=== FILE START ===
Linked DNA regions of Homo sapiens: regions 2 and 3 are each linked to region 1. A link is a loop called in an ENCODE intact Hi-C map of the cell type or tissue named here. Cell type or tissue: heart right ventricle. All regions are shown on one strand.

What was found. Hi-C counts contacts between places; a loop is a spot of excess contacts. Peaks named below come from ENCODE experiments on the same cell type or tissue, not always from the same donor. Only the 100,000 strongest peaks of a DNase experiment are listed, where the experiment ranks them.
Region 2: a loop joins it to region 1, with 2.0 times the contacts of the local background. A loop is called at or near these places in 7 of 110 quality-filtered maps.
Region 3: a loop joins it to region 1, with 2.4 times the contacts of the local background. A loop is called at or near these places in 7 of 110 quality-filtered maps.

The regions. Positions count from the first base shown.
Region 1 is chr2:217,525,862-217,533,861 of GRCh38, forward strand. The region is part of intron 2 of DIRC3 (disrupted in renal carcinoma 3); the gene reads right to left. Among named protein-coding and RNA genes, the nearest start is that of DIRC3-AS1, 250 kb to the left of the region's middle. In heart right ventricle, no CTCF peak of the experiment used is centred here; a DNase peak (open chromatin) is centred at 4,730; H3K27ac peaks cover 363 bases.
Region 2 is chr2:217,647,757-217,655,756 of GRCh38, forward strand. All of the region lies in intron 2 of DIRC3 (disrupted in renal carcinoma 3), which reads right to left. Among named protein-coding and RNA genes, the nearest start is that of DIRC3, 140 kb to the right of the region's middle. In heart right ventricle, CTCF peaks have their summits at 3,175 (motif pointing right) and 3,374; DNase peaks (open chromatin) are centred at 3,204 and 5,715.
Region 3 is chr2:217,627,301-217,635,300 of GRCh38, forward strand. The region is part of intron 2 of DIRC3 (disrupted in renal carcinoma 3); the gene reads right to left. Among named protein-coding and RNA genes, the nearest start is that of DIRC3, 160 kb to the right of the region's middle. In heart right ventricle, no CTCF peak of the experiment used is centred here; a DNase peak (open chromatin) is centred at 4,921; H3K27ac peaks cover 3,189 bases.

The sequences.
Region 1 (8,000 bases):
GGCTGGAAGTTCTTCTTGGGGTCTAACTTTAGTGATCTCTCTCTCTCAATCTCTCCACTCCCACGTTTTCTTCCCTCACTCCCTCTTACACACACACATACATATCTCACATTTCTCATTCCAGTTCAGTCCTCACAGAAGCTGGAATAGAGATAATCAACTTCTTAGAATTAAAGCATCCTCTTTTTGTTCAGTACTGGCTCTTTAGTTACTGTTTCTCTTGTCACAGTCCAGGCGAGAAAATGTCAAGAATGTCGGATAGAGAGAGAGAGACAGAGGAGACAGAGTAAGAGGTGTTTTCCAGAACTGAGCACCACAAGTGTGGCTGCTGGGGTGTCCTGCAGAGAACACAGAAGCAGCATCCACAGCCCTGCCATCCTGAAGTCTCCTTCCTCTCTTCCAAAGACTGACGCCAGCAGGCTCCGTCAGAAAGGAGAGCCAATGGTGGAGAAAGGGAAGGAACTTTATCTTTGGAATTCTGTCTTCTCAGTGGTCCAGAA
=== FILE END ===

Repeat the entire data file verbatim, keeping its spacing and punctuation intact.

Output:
Linked DNA regions of Homo sapiens: regions 2 and 3 are each linked to region 1. A link is a loop called in an ENCODE intact Hi-C map of the cell type or tissue named here. Cell type or tissue: heart right ventricle. All regions are shown on one strand.

What was found. Hi-C counts contacts between places; a loop is a spot of excess contacts. Peaks named below come from ENCODE experiments on the same cell type or tissue, not always from the same donor. Only the 100,000 strongest peaks of a DNase experiment are listed, where the experiment ranks them.
Region 2: a loop joins it to region 1, with 2.0 times the contacts of the local background. A loop is called at or near these places in 7 of 110 quality-filtered maps.
Region 3: a loop joins it to region 1, with 2.4 times the contacts of the local background. A loop is called at or near these places in 7 of 110 quality-filtered maps.

The regions. Positions count from the first base shown.
Region 1 is chr2:217,525,862-217,533,861 of GRCh38, forward strand. The region is part of intron 2 of DIRC3 (disrupted in renal carcinoma 3); the gene reads right to left. Among named protein-coding and RNA genes, the nearest start is that of DIRC3-AS1, 250 kb to the left of the region's middle. In heart right ventricle, no CTCF peak of the experiment used is centred here; a DNase peak (open chromatin) is centred at 4,730; H3K27ac peaks cover 363 bases.
Region 2 is chr2:217,647,757-217,655,756 of GRCh38, forward strand. All of the region lies in intron 2 of DIRC3 (disrupted in renal carcinoma 3), which reads right to left. Among named protein-coding and RNA genes, the nearest start is that of DIRC3, 140 kb to the right of the region's middle. In heart right ventricle, CTCF peaks have their summits at 3,175 (motif pointing right) and 3,374; DNase peaks (open chromatin) are centred at 3,204 and 5,715.
Region 3 is chr2:217,627,301-217,635,300 of GRCh38, forward strand. The region is part of intron 2 of DIRC3 (disrupted in renal carcinoma 3); the gene reads right to left. Among named protein-coding and RNA genes, the nearest start is that of DIRC3, 160 kb to the right of the region's middle. In heart right ventricle, no CTCF peak of the experiment used is centred here; a DNase peak (open chromatin) is centred at 4,921; H3K27ac peaks cover 3,189 bases.

The sequences.
Region 1 (8,000 bases):
GGCTGGAAGTTCTTCTTGGGGTCTAACTTTAGTGATCTCTCTCTCTCAATCTCTCCACTCCCACGTTTTCTTCCCTCACTCCCTCTTACACACACACATACATATCTCACATTTCTCATTCCAGTTCAGTCCTCACAGAAGCTGGAATAGAGATAATCAACTTCTTAGAATTAAAGCATCCTCTTTTTGTTCAGTACTGGCTCTTTAGTTACTGTTTCTCTTGTCACAGTCCAGGCGAGAAAATGTCAAGAATGTCGGATAGAGAGAGAGAGACAGAGGAGACAGAGTAAGAGGTGTTTTCCAGAACTGAGCACCACAAGTGTGGCTGCTGGGGTGTCCTGCAGAGAACACAGAAGCAGCATCCACAGCCCTGCCATCCTGAAGTCTCCTTCCTCTCTTCCAAAGACTGACGCCAGCAGGCTCCGTCAGAAAGGAGAGCCAATGGTGGAGAAAGGGAAGGAACTTTATCTTTGGAATTCTGTCTTCTCAGTGGTCCAGAA